“The other person knows the difference between right and wrong and shouldn’t have done that.”  The person either believed something else, probably something that created an inappropriate emotion and/or inappropriate thinking, that caused him to do it, or the person has inadequate awareness to implement what was necessary to overcome doing the wrong thing.  (Right and wrong are only “made ups” and aren’t real [not existing in the physical world and therefore create only in the mind].  If right and wrong is different in different societies, then somebody must be making them up, since they are not absolute, fixed truths.")

Everybody, and I mean everybody, tries to do what he thinks will better his situation and if he knew better he would do better!

There is no valid argument against the “no blame” assertion.

(Even Jesus ascribed to this:  "Father, forgive them for they know not what they do."
And then there was a crucial distinction in the advice to "love the sinner, hate the sin.")              


The only thing to think when you (or another) make a mistake is “what else do I need to learn to be able to have this turn out right?”   In this case, we are not adding needless blame, nor making up "fault" - it is, instead, a matter of just "not knowing yet".  (This is from the works of L.S. Barksdale, which I recommend highly in order to be perfectly clear on this and to not be stuck in the criticism of oneself and of others.  I purchased his copyrights and that materials are available free of charge on BarksdaleAboutLife.Com.)

Now Memorize This So You Can Use It:

“We all do the best we can at the time given the current limits of our awareness.  The problem is the lack of awareness and no blame is ever appropriate.”

___ I can see how this is absolutely true, like a mathematical or physics formula.
___ I commit to memorizing this and utilizing it in my life.
     ___ I now take a solid stand not to judge myself or any other person, as I see that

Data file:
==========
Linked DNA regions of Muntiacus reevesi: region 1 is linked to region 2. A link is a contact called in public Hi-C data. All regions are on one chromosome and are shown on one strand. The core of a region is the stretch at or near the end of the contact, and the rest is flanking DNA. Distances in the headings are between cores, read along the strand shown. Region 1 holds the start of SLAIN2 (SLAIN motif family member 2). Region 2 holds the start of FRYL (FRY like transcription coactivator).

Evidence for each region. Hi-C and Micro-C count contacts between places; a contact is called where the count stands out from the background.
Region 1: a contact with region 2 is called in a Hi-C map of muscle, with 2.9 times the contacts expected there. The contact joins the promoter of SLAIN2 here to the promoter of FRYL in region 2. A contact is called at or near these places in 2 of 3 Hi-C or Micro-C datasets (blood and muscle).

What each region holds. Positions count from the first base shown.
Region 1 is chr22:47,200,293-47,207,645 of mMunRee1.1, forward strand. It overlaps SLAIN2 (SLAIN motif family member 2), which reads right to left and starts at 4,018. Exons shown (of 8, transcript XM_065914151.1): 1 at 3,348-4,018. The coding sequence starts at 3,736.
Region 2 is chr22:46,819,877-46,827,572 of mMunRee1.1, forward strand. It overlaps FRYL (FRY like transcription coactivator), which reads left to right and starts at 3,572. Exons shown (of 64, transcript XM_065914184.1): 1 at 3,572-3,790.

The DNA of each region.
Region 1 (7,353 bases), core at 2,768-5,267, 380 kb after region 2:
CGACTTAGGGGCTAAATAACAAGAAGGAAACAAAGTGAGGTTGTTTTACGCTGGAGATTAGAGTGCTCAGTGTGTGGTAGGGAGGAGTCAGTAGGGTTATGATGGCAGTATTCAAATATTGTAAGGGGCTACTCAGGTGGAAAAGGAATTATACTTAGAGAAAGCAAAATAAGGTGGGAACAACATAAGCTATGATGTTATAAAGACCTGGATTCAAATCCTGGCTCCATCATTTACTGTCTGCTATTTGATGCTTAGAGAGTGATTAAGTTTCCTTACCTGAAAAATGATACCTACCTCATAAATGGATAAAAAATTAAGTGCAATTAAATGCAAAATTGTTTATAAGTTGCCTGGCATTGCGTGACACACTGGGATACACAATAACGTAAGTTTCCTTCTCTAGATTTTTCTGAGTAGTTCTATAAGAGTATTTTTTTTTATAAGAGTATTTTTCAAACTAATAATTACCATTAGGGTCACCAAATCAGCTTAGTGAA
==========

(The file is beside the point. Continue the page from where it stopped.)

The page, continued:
it has no benefits and mostly does harm.


If one does not blame anyone in the first place, one will not have a need to forgive - and there will be no resentment.

Definition of resentment:  The feeling of displeasure or indignation at something regarded as an injury or insult, or against who is seen as the author or source of it.
(From Resentment - The Relationship Killer.)

Learn the "no-blame" concept thoroughly and you'll be freed from resentment (which is the equivalent of "taking poison and hoping the other person will die", which is from a childhood belief, as discussed in the resentment piece above).

Definition of regret:  A troubling feeling or remorse over something that has happened, esp. over something that one has done or left undone; to feel sorry about or mourn for a person or thing gone, lost, etc. something that has happened, and/or one's own acts. 

Regret can also be a dysfunctional way of trying to keep something on one's mind in the mistaken belief that one has to do penance for it, over and over and over...  It is also based on an "I should have done...", which is a failure to realize what "enough" is and/or setting up unrealistic standards that create the unhappiness gap.

Once one sees that things could not have turned out better, given one's limited awareness and/or the reality of life, there is no need to mourn or feel bad about what is missing or was not as one wished.  Once one understand the "no fault, no blame" thinking, regret disappears from one's life.  (There is also another viewpoint and awareness that applies to this, discussed in Acceptance - Of Reality And All Of Life.)

Without blame, resentment, remorse, and regret, life is freed up from much needless negativity, so one can live into all the opportunity and wonderfulness of life.



The following is a bit hard to cover without approaching a level that may seem like overkill, but I want to do my best to have you understand this - and if you do, your life will be changed for the better forever - hugely better, for you will have dropped the main item of ignorance that causes one to choose a path of creating undue suffering, a path which most human unwittingly choose.